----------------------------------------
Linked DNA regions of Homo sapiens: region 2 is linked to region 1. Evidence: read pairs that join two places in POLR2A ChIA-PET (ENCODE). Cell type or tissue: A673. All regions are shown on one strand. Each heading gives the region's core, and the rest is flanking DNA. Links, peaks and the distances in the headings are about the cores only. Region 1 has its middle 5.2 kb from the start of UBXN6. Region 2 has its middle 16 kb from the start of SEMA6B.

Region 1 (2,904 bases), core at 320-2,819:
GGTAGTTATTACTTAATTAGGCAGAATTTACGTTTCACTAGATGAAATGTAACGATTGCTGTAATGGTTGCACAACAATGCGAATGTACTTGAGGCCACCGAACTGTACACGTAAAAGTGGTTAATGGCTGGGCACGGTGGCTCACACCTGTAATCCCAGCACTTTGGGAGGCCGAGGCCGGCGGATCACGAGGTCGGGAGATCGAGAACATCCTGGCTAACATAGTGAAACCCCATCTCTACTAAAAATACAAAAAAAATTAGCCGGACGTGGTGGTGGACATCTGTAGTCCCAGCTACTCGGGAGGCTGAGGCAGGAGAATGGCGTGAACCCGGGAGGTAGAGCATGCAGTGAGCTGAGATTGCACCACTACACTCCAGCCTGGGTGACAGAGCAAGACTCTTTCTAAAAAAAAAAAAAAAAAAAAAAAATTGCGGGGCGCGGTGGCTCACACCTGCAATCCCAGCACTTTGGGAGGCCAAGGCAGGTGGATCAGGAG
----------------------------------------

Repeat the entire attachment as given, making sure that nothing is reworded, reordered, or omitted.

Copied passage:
Linked DNA regions of Homo sapiens: region 2 is linked to region 1. Evidence: read pairs that join two places in POLR2A ChIA-PET (ENCODE). Cell type or tissue: A673. All regions are shown on one strand. Each heading gives the region's core, and the rest is flanking DNA. Links, peaks and the distances in the headings are about the cores only. Region 1 has its middle 5.2 kb from the start of UBXN6. Region 2 has its middle 16 kb from the start of SEMA6B.

Region 1 (2,904 bases), core at 320-2,819:
GGTAGTTATTACTTAATTAGGCAGAATTTACGTTTCACTAGATGAAATGTAACGATTGCTGTAATGGTTGCACAACAATGCGAATGTACTTGAGGCCACCGAACTGTACACGTAAAAGTGGTTAATGGCTGGGCACGGTGGCTCACACCTGTAATCCCAGCACTTTGGGAGGCCGAGGCCGGCGGATCACGAGGTCGGGAGATCGAGAACATCCTGGCTAACATAGTGAAACCCCATCTCTACTAAAAATACAAAAAAAATTAGCCGGACGTGGTGGTGGACATCTGTAGTCCCAGCTACTCGGGAGGCTGAGGCAGGAGAATGGCGTGAACCCGGGAGGTAGAGCATGCAGTGAGCTGAGATTGCACCACTACACTCCAGCCTGGGTGACAGAGCAAGACTCTTTCTAAAAAAAAAAAAAAAAAAAAAAAATTGCGGGGCGCGGTGGCTCACACCTGCAATCCCAGCACTTTGGGAGGCCAAGGCAGGTGGATCAGGAG